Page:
PS; The clamps can be smaller ones like they use on battery chargers, in fact if you scrap one out, borrow the clamps and just keep it in the truck with you or your toolbox. Play safe boys and girls,,,
    Last edited by Mechanic688; 04-25-2011 at 12:56 AM.

  8. #7
    Dumpster-Dee's Avatar
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    Ya'll have scared the pants off me. (figuratively speaking !) I've done 10 or 12 T.V.'s and monitors and have had no problems...I guess God was with me 'cause I took none of the precautions you all mentioned. I did hear the swooshing sound twice and I just left it for a while. And I've seen them in the dumpster with the rear of the tube completely broken open, but, obviously, didn't explode. Were these people just blessed, too? Or does this mean that these "accidents" are rare. I hope so, cause I'm scared to do them now, but I love that hunk of copper.

  9. #8
    Mechanic688's Avatar
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    Dee, Like I said up in the other post,,
    you just have to treat them with a little respect
    What happened to Hoss is kinda rare. Thank god he can tell all of us about it,,,Or make yourself a groundstrap, you could even put a computer wrist strap on the g-strap and ground your wrist to your truck. Just make sure the wire or braid you use is large enough to do the job. He could probably do another 50 tv's and not have that happen again,,,

  10. #9
    Saroro's Avatar
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    Wow. Glad you're ok dude! Sorry to hear about the umm...tool. Bet you won't ever let that happen again.
    Faith x Needs = Motivation

  11. #10
    Dumpster-Dee's Avatar
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    M688........thanks for the advice.....but could you please tell us newbies what the computer wrist strap and the g-strap are ?

  12. #11
    Saroro's Avatar
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    the wrist strap and g-strap coming off it act as your grounding. It's used a lot in Computer manufacturing and repair in order to ground you so no "Static" electricity you make will short out the delicate components of the board. However, in this case, the shock would have left through his wrist rather than his...ahem.

  13. #12
    Hypoman's Avatar
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    Can't you just wait a few days before you start taking them apart?

  14. #13
    Mechanic688's Avatar
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    It depends if the bleed off resistors are still working and still intact on the boards, do you want to bet your life on it???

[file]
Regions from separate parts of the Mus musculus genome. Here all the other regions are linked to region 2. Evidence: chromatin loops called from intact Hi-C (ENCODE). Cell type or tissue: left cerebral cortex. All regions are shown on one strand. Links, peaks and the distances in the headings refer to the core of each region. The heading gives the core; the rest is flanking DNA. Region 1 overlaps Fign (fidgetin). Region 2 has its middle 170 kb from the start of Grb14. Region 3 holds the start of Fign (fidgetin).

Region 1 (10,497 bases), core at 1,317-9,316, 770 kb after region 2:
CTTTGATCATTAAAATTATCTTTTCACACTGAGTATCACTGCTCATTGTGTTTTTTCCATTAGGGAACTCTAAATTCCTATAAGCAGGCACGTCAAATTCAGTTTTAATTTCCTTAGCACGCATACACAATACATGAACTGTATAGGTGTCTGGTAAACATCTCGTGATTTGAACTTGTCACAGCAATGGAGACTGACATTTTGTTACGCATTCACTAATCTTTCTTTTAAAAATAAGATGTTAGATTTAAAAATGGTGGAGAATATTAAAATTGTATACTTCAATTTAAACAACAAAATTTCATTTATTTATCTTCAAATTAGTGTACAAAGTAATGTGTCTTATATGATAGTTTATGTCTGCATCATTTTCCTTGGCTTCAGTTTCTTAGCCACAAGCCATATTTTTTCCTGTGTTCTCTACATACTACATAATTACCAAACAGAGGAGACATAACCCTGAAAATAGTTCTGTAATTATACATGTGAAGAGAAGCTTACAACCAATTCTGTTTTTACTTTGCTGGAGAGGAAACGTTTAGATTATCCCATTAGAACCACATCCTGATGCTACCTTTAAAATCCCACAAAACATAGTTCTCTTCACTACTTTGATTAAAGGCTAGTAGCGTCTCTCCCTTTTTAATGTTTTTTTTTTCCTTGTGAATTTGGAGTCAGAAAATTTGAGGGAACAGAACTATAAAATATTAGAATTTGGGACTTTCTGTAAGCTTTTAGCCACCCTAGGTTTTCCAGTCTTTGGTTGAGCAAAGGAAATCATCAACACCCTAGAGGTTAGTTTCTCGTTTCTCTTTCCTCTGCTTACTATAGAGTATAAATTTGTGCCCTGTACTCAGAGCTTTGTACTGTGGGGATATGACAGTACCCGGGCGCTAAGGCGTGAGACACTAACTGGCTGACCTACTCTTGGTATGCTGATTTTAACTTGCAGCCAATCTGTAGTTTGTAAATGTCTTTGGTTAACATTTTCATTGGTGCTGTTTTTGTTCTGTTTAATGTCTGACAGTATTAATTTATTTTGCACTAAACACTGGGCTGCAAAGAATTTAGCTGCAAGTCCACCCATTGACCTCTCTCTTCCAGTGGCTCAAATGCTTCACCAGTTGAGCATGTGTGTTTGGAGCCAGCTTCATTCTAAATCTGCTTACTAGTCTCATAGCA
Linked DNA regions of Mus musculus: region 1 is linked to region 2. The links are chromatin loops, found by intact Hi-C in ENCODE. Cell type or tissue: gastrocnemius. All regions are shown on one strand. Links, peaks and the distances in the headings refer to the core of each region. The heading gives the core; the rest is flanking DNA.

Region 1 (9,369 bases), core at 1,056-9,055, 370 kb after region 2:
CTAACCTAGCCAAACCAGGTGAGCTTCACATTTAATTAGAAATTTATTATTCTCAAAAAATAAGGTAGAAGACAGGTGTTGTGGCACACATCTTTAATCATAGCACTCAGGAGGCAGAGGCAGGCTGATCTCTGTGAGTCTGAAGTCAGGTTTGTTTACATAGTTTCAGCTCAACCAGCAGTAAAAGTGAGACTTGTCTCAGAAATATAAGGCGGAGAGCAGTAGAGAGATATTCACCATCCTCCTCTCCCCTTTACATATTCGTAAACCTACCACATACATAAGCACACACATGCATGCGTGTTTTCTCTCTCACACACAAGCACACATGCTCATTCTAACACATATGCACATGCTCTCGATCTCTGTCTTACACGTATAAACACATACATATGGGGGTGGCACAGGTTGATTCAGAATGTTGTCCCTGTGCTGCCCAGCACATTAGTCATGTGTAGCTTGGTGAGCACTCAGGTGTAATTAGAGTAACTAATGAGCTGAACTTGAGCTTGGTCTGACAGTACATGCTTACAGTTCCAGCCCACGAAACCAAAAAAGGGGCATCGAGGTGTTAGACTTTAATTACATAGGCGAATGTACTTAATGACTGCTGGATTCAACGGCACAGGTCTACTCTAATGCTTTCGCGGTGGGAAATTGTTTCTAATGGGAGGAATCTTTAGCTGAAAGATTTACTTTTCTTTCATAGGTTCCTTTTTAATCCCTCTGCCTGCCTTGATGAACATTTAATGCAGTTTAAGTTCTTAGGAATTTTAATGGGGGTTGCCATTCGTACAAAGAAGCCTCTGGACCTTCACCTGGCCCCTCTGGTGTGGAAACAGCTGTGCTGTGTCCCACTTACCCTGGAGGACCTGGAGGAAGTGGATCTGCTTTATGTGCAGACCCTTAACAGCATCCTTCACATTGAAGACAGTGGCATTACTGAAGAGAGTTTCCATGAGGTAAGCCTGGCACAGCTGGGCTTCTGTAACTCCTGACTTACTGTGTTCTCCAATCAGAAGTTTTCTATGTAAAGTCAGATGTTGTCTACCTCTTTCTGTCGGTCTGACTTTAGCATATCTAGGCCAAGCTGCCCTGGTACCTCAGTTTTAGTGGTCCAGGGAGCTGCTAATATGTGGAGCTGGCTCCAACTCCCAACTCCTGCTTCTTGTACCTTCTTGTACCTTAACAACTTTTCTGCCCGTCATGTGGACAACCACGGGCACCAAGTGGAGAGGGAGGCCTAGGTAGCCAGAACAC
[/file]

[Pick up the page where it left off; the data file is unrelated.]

Better safe than sorry, and it only takes an extra 30 seconds to make sure the voltage is gone. In a way, this high voltage is kinda like lightning; you don't play with that, do ya?

  15. #14
    Rusty Nuts's Avatar
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    Will grounding to the truck actually work??
    I thought the tires would insulate, rather than ground the connection.

  16. #15
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    Apparently the truck will indeed work. that is the reason that it exited his pp, because the truck was serving as a ground and that current wanted to flow there.

  17. #16
    TheHoss started this thread.
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    Quote Originally Posted by parrothead View Post
    that is the reason that it exited his pp
    Honestly probably the funniest sentence i've read all year. Props to you sir.

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  19. #17
    Hypoman's Avatar
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    LOL...... oh man

  20. #18
    Rusty Nuts's Avatar
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    Quote Originally Posted by parrothead View Post
    Apparently the truck will indeed work. that is the reason that it exited his pp, because the truck was serving as a ground and that current wanted to flow there.
    Good point...

    But why do the tires insulate against lightning strikes?

  21. #19
    parrothead's Avatar
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    Quote Originally Posted by Rusty Nuts View Post
    Good point...

    But why do the tires insulate against lightning strikes?
    Because you are not touching that metal.

  22. #20
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    I'm looking to find a convenient way to discharge any built up electricity in t.v.'s, etc... I was wondering if it would work to install a wall socket in my shop that isn't actually connected to an electrical box? The socket would have wires that were grounded to something like a metal pole, or whatever. It would be easy to just "plug in" an electronic device and let any stored electricity discharge.

    Would something like that work?